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To Give to Airy Nothing a Local Habitation and a Name: Creating Two Great Swedish Noble Families
Linnaeus University, Faculty of Arts and Humanities, Department of Cultural Sciences.
2015 (English)In: Dynastic Identity in Early Modern Europe: Rulers, Aristocrats and the Formation of Identities / [ed] Liesbeth Geevers, Mirella Marini, Ashgate, 2015, p. 179-195Chapter in book (Refereed)
Place, publisher, year, edition, pages
Ashgate, 2015. p. 179-195
Series
Politics and Culture in Europe, 1650–1750
Keywords [en]
Dynasty, dynastic identity, aristocracy, nobility, Brahe, De la Gardie
National Category
History
Research subject
Humanities, History
Identifiers
URN: urn:nbn:se:lnu:diva-47349ISBN: 9781409463269 (print)OAI: oai:DiVA.org:lnu-47349DiVA, id: diva2:872938
Note

About the Book

Aristocratic dynasties have long been regarded as fundamental to the development of early modern society and government. Yet recent work by political historians has increasingly questioned the dominant role of ruling families in state formation, underlining instead the continued importance and independence of individuals. In order to take a fresh look at the subject, this volume provides a broad discussion on the formation of dynastic identities in relationship to the lineage’s own history, other families within the social elite, and the ruling dynasty. Individual chapters consider the dynastic identity of a wide range of European aristocratic families including the Croÿs, Arenbergs and Nassaus from the Netherlands; the Guises-Lorraine of France; the Sandoval-Lerma in Spain; the Farnese in Italy; together with other lineages from Ireland, Sweden and the Austrian Habsburg monarchy. Tied in with this broad international focus, the volume addressed a variety of related themes, including the expression of ambitions and aspirations through family history; the social and cultural means employed to enhance status; the legal, religious and political attitude toward sovereigns; the role of women in the formation and reproduction of (composite) dynastic identities; and the transition of aristocratic dynasties to royal dynasties. In so doing the collection provides a platform for looking again at dynastic identity in early modern Europe, and reveals how it was a compound of political, religious, social, cultural, historical and individual attitudes.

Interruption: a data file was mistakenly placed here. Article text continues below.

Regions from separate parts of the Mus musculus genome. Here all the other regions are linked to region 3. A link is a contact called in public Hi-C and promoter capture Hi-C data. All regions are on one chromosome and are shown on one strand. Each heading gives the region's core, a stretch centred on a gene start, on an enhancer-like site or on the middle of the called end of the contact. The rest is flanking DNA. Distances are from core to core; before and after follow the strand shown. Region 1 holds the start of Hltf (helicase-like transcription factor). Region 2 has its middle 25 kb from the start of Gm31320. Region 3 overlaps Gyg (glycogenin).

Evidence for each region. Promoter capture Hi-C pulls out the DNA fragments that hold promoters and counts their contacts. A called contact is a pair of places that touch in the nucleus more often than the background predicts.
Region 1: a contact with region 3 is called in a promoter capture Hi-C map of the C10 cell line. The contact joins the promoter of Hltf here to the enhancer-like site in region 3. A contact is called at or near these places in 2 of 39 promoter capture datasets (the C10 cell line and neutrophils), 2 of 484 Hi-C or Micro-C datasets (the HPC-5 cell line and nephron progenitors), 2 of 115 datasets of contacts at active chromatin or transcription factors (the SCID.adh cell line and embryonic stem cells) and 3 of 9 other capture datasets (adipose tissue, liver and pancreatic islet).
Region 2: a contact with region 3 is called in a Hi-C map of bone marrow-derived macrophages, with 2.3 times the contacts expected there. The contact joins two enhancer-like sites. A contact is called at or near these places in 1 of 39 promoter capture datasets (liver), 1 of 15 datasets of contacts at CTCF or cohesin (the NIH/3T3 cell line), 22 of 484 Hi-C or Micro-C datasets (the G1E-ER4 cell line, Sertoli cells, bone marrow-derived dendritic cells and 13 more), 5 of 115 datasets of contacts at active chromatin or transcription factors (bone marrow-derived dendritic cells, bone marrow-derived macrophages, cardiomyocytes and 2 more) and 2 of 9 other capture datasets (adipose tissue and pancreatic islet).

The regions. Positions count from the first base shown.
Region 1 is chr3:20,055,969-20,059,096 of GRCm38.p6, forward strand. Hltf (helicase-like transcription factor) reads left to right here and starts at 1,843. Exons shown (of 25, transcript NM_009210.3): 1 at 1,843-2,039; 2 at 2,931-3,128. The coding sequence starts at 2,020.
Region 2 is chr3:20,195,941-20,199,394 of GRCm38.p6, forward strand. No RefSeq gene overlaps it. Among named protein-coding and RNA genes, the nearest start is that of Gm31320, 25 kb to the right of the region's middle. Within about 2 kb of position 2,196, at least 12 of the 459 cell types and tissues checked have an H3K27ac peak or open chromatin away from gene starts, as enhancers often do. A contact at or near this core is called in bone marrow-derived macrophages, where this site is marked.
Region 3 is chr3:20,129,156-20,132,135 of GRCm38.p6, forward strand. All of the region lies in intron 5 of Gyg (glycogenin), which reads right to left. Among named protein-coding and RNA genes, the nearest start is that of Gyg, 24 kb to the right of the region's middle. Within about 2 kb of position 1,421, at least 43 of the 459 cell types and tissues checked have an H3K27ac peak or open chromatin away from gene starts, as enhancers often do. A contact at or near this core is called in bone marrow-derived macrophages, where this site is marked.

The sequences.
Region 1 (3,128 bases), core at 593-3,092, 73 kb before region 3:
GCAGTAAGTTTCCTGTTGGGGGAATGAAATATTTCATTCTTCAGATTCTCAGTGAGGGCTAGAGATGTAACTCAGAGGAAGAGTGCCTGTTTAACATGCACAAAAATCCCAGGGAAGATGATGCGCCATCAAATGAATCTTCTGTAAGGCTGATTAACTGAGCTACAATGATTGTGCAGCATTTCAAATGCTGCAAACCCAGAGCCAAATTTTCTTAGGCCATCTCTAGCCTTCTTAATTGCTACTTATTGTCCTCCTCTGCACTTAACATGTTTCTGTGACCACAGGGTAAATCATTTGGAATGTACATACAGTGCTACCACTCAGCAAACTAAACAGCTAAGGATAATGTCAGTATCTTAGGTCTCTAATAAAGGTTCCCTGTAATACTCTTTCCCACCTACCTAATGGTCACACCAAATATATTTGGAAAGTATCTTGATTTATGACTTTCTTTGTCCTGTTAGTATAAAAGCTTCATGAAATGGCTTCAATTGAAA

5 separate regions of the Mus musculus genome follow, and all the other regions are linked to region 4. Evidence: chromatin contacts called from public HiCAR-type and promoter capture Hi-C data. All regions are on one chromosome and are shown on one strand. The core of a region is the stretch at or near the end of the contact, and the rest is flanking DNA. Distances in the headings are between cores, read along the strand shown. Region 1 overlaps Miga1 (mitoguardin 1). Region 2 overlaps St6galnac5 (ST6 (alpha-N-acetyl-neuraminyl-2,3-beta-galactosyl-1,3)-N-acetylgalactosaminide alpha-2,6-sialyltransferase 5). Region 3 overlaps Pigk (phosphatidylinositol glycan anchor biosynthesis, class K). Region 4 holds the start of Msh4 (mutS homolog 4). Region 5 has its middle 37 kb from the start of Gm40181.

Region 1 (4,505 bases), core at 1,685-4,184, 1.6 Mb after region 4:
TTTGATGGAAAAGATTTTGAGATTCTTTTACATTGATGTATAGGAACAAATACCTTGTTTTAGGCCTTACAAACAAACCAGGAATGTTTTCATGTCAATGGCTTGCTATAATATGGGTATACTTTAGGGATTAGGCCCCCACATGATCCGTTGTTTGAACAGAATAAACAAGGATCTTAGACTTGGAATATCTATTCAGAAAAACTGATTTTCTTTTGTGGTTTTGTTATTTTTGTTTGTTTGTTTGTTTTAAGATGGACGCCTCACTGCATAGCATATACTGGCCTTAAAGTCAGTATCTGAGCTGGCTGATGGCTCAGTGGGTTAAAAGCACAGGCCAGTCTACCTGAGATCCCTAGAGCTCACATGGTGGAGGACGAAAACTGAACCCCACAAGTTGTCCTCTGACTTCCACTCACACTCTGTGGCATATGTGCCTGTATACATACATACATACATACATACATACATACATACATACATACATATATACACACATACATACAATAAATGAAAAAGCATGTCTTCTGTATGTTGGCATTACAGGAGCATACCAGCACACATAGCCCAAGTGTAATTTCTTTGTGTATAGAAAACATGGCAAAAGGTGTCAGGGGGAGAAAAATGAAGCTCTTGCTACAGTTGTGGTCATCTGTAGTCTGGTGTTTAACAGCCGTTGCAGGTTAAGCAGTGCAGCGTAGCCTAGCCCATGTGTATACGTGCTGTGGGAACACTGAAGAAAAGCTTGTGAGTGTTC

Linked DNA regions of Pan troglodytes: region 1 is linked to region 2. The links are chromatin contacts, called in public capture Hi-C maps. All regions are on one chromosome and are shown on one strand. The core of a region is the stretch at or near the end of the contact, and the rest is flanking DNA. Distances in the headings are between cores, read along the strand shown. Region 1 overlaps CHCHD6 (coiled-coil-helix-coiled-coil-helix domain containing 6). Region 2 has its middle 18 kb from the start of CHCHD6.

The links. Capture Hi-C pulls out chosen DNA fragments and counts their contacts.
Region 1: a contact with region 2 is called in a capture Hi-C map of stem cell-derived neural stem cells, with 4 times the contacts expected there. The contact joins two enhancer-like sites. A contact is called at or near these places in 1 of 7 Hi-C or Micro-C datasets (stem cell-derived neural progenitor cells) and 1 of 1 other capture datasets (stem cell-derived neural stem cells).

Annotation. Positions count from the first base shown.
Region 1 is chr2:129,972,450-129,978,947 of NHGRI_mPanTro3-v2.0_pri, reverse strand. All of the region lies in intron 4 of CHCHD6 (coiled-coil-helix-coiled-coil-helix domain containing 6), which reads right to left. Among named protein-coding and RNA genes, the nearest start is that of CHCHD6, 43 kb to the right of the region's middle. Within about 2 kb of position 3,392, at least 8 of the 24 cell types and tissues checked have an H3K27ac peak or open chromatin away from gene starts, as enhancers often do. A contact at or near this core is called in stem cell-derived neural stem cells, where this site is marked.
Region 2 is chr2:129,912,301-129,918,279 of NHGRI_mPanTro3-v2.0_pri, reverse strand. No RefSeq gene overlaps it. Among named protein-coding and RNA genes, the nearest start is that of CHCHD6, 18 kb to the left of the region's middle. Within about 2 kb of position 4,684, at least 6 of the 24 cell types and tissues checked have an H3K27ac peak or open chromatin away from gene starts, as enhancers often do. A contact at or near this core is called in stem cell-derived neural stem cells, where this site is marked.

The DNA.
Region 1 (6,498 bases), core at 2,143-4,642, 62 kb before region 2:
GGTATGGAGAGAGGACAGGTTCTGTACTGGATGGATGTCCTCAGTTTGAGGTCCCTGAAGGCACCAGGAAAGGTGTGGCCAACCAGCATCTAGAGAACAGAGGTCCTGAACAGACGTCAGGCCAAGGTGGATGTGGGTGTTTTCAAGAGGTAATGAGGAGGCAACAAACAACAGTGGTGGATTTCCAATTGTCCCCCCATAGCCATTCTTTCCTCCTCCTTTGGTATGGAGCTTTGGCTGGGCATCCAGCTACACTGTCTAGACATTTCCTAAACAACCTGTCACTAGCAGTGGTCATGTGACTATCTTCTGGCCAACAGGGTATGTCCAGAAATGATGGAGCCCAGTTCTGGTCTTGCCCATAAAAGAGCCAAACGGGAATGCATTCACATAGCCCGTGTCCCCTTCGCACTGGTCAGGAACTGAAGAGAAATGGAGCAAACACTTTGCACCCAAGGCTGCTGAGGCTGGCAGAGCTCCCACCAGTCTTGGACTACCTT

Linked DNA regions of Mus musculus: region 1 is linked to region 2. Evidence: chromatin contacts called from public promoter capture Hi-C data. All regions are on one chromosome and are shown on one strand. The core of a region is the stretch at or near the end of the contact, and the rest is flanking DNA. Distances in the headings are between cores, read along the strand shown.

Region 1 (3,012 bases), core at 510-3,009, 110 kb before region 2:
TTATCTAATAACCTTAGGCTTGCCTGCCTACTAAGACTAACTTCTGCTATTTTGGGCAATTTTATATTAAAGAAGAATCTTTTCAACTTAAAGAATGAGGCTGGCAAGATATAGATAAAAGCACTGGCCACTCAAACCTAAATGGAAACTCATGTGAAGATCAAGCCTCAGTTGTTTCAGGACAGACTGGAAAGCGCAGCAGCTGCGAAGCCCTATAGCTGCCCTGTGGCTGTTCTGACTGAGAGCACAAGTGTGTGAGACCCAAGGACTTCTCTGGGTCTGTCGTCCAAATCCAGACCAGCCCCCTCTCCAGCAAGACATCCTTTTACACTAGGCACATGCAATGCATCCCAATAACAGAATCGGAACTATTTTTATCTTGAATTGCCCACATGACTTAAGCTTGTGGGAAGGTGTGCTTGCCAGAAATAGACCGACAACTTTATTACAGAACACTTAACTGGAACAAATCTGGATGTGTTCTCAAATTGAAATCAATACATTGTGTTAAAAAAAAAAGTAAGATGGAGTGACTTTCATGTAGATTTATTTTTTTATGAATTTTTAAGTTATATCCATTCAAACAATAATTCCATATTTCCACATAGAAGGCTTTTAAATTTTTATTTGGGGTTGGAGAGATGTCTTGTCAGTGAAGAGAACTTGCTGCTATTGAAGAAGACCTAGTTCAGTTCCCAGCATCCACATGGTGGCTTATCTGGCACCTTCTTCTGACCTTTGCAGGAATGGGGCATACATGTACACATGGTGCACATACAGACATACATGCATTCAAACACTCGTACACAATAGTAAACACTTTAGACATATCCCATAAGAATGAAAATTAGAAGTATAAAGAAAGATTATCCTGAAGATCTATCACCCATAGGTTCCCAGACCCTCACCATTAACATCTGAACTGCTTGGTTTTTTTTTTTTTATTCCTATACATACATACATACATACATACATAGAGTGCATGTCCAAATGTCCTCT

Available from: 2015-11-20 Created: 2015-11-20 Last updated: 2016-02-10Bibliographically approved

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Persson, Fabian

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CiteExportLink to record
Permanent link

Direct link
Cite
Citation style
  • apa
  • harvard1
  • ieee
  • modern-language-association-8th-edition
  • vancouver
  • Other style
More styles
Language
  • de-DE
  • en-GB
  • en-US
  • fi-FI
  • nn-NO
  • nn-NB
  • sv-SE
  • Other locale
More languages
Output format
  • html
  • text
  • asciidoc
  • rtf